The relief was completed about 1.30 a.m. Not a bad place to relieve at all. We have come off well, as the 12th have taken the front line, and we are in support and have a fairly easy time. Our H.Q. are quite comfy and we have fitted in all right. Yes, get H.P. to agitate about Ulster Division men being sent back to Ulster Res. Bde. He will manage it all right. You cannot believe what the men say about officers being killed. Their various stories do not tally. A man writes saying he saw ‘At.’ killed just outside our line, which I know is wrong. Gen. N. round today; very affable. A draft of 40 arrived today, and three officers tomorrow. There is not much room here, and I’ve had to have some out of the line, which I don’t like. Shill is simply splendid, and an enormous help. We have dug-outs to ourselves, which is a great boon. Cole Hamilton, Pratt, Menaul, and the 12th Adjt. and myself. Coy. messes crowded rather, I fear. The 11th R.B. [Rifle Brigade] left a man for us to bury as they hadn’t got a Wesleyan minister! Strange some people are. Have asked Padre to come today, but if he can’t must do it myself. Another fierce attempt to take Poziere last night; partially successful.  Stuart Wortley and H. Fanshaw gone home. Latter’s place taken by his brother, the Gunner, who is our Corps Commander. The 11th Bde. in 4th Div. lost the Brigadier and four C.O.s in the Push. Holt has not moved with us. Expect he’s still S. [South] Fergie’s sending you a typed copy of casualties; there are bound to be inaccuracies, but it will be right in the main. C.M.J.’s kit was sent off on July 5, but with so many (16) there will be delay, and much formalities—inventories to be made, valises sewn in sacks, and sealed, as if we had sealing wax and seals, and we moving every day; then to be sent to the railhead, and three times they were sent back from different railheads; perfectly maddening it was, as we had to cart them round the country. This is a quiet bit of the line. So far days are peaceful, but M.G. irksome at night. The trenches are shallow, as you come to water about three feet down. They will be bad in wet. Sgt. Keith came back last night. He stated he saw ‘At.’ fall our side of the ravine. Personally I don’t believe him. It’s contrary to evidence, and he’s given to romancing. The weather is dull and hot, but no rain, thank goodness. We have got the greater part of Pozieres. I am not sanguine about breaking through.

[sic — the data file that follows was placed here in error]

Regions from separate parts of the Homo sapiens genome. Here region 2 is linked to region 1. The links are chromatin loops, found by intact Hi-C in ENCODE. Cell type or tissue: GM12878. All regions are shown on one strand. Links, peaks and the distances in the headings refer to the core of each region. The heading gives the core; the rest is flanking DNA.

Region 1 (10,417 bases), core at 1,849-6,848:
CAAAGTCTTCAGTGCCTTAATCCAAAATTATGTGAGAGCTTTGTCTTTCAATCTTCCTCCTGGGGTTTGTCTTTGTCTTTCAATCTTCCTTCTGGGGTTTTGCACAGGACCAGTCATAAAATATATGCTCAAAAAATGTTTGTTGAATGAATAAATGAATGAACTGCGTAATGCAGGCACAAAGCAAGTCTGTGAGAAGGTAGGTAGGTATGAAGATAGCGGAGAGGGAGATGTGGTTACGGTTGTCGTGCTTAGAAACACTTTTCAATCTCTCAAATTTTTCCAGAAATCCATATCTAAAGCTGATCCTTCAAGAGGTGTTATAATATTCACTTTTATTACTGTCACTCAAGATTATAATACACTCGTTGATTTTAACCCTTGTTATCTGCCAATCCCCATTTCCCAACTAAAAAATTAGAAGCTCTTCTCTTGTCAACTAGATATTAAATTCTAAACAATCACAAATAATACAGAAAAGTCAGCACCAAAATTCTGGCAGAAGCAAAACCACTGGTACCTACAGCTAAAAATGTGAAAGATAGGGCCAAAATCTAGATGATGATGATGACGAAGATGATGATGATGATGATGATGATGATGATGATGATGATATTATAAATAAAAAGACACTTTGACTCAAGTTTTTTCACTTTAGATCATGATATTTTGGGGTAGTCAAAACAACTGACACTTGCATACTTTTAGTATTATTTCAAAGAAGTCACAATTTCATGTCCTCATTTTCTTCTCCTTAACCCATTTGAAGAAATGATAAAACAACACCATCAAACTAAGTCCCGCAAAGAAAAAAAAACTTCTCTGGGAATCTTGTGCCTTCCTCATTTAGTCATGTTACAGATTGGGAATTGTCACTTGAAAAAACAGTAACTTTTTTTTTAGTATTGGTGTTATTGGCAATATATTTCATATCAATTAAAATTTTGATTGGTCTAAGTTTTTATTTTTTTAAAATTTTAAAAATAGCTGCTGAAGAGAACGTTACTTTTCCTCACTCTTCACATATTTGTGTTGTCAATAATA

The senior officer casualties in 11th Brigade were, in fact, somewhat worse than recorded by Lieutenant Colonel Blacker. The Brigade attacked with its own four battalions and two attached battalions. The brigade commander and four commanding officers were killed and the other two commanding officers wounded.

Killed: Prowse DSO, Brigadier General Charles Bertie, 11th Brigade; Thicknesse, Lieutenant Colonel John Audley, 1st Battalion, Prince Albert’s (Somerset Light Infantry); Palk, Lieutenant Colonel The Honourable Lawrence Charles Walter, 1st Battalion, The Hampshire Regiment; Wood, Lieutenant Colonel Donald, 1st Battalion, The Rifle Brigade (The Prince Consort’s Own); Innes CMG, Lieutenant Colonel Edgar Arthur, 1/8th Battalion The Royal Warwickshire Regiment (Territorial Force).

Wounded: Green, Lieutenant Colonel James Edward, 1st Battalion The East Lancashire Regiment; Franklin, Lieutenant Colonel William Hodgson, 1/6th Battalion, The Royal Warwickshire Regiment (Territorial Force).

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